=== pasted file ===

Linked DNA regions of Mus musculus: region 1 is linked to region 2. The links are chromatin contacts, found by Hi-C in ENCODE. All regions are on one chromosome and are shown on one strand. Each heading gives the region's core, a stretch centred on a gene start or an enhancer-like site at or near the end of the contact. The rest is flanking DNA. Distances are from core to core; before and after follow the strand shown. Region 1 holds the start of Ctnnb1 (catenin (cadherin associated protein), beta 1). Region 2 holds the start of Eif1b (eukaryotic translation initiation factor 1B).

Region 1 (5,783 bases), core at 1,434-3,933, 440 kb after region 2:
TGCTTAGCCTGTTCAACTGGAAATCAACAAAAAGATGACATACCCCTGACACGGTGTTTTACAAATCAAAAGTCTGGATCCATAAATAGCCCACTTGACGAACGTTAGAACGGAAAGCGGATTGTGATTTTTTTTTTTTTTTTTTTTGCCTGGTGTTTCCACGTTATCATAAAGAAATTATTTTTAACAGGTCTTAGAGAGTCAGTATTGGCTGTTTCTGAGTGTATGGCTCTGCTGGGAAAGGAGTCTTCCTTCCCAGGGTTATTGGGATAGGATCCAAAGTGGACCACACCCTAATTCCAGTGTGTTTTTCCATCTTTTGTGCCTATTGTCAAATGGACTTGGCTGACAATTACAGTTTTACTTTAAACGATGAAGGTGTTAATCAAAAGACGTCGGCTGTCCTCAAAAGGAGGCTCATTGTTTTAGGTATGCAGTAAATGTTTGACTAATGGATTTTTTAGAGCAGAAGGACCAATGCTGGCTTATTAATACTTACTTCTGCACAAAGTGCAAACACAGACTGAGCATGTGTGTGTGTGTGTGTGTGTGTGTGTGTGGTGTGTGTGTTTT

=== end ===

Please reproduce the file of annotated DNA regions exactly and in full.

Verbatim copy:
Linked DNA regions of Mus musculus: region 1 is linked to region 2. The links are chromatin contacts, found by Hi-C in ENCODE. All regions are on one chromosome and are shown on one strand. Each heading gives the region's core, a stretch centred on a gene start or an enhancer-like site at or near the end of the contact. The rest is flanking DNA. Distances are from core to core; before and after follow the strand shown. Region 1 holds the start of Ctnnb1 (catenin (cadherin associated protein), beta 1). Region 2 holds the start of Eif1b (eukaryotic translation initiation factor 1B).

Region 1 (5,783 bases), core at 1,434-3,933, 440 kb after region 2:
TGCTTAGCCTGTTCAACTGGAAATCAACAAAAAGATGACATACCCCTGACACGGTGTTTTACAAATCAAAAGTCTGGATCCATAAATAGCCCACTTGACGAACGTTAGAACGGAAAGCGGATTGTGATTTTTTTTTTTTTTTTTTTTGCCTGGTGTTTCCACGTTATCATAAAGAAATTATTTTTAACAGGTCTTAGAGAGTCAGTATTGGCTGTTTCTGAGTGTATGGCTCTGCTGGGAAAGGAGTCTTCCTTCCCAGGGTTATTGGGATAGGATCCAAAGTGGACCACACCCTAATTCCAGTGTGTTTTTCCATCTTTTGTGCCTATTGTCAAATGGACTTGGCTGACAATTACAGTTTTACTTTAAACGATGAAGGTGTTAATCAAAAGACGTCGGCTGTCCTCAAAAGGAGGCTCATTGTTTTAGGTATGCAGTAAATGTTTGACTAATGGATTTTTTAGAGCAGAAGGACCAATGCTGGCTTATTAATACTTACTTCTGCACAAAGTGCAAACACAGACTGAGCATGTGTGTGTGTGTGTGTGTGTGTGTGTGTGGTGTGTGTGTTTT